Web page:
Human Genetic Disorders


The National Institute for Biotechnology
in the Negev Ltd.
Ben-Gurion University of the Negev

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Research Field

The identification of the genetic factors, their function and the pathways in which they act are expected to contribute to a better understanding of the pathogenesis of the related diseases, ultimately leading to improved diagnosis, treatment and prevention. The elucidation of the pathways leading to the diseases promises the identification of novel drug targets for the benefit of a large patient population.

We identify mutations causing genetic diseases as a tool for finding novel candidate genes for drug therapy. We look at the pathways in the hopes that we will be able to manipulate the pathway to affect its function.

We are not limited to or focusing on a specific disease. I speak to physicians to determine promising diseases, in terms of there being sufficient genetic information for us to be able to work on. So we research topics as diverse as the cause of thyroid carcinoma, heart diseases (e.g. dilated cardiomyopathy, heart malformations), metabolic diseases, male infertility, etc.

We begin by looking at the clinical presentations in the family. If we see a family with a clinical presentation where we think we can identify the gene causing this, will proceed. This is dependent on the size of the family, the pattern of inheritance in the family, etc. Something caused by one gene in a large enough family with enough affected and unaffected members should provide enough information for us to find the gene. Bedouins have lots of genetic diseases – because of intermarriage, the recessive genes present more frequently.

We take from bioinformatics the pathway/function that is affected, to show that the mutation does affect function and play a role in the disease, together with experimental determination of protein function, from protein expression through to animal models, so we check protein stability, the location of the protein in the cell, the pathways, and its effect, such as onautophagy. We develop animal models since often we’ll narrow down the potential genes but still need to ask what happens to the animal when the gene is not functioning and how, if the mutated gene is expressed in many tissues, usually only one system (such as the heart) is affected. Once it has been identified and shown in an animal model we then try to connect this to a new pathway – something is disturbed so we want to understand what is disturbed and then try to contribute – we have shown that when cells from a patient looked wrong and we inserted the correct version of the genes, their cells repaired what was wrong.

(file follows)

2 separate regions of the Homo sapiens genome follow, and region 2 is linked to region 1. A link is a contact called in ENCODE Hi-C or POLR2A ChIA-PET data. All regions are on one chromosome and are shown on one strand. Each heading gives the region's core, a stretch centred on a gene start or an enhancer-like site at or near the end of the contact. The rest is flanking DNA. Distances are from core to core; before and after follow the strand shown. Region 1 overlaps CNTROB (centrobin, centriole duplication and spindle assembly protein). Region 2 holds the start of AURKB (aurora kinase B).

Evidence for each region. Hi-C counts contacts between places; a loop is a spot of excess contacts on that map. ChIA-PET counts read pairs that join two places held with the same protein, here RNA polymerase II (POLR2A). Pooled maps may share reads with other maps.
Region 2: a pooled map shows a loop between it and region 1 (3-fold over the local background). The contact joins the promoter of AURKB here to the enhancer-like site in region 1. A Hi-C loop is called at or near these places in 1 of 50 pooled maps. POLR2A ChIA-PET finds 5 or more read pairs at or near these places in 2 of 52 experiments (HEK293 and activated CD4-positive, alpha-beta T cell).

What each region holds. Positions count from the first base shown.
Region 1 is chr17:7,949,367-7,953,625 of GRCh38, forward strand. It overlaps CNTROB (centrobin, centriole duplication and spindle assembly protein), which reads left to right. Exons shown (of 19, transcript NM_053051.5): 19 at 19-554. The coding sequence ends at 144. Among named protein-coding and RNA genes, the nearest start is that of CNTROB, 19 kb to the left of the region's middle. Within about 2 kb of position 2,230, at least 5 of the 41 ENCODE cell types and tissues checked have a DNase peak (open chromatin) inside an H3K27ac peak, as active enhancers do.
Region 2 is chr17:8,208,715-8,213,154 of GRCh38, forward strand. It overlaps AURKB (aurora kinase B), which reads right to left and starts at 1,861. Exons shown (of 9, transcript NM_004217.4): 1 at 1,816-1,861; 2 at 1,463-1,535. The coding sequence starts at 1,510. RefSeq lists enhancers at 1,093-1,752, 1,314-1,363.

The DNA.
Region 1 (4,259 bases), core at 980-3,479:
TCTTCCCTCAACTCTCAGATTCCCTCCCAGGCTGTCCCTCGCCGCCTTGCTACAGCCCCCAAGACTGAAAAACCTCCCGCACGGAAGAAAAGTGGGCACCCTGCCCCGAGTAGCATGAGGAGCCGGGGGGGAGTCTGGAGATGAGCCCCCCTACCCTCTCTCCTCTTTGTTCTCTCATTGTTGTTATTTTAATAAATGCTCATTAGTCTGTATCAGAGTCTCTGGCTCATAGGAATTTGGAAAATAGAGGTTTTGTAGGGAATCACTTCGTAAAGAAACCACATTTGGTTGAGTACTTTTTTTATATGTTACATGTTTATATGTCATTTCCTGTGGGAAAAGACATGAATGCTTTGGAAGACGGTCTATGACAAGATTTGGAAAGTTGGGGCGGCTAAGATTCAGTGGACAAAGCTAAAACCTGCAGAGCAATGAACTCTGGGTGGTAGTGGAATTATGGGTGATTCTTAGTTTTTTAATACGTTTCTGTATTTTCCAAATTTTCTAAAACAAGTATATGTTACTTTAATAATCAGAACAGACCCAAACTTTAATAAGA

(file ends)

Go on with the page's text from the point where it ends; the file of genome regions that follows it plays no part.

Prof. Ruti Parvari

Prof. Parvari identifies mutations causing genetic diseases as a tool to find novel candidate genes for drug therapy. Her work is not limited to any specific diseases – she utilises a developed network of medical doctors at the Soroka Medical Center who inform her of promising diseases such as thyroid carcinomas, heart diseases male infertility and many others. She performs state of the art genetic techniques such as next generation sequencing and whole genotyping and uses bioinformatics that applies the clinical presentations in the family to identify the target genes, and from there finds the pathway and function that is affected. Following this, they develop tissue cultures and animal models of the genetic disorder and then attempt to link this to the molecular pathway with the aim of being able to insert the correct version of the gene and for the affected cells to repair themselves. In addition, the very identification of such disorders can have a major beneficial impact on those potentially affected, since families with awful genetic diseases live in fear of being pregnant and passing on these genes. Her work and insight then go into a database used by many Bedouin tribes for genetic screening.

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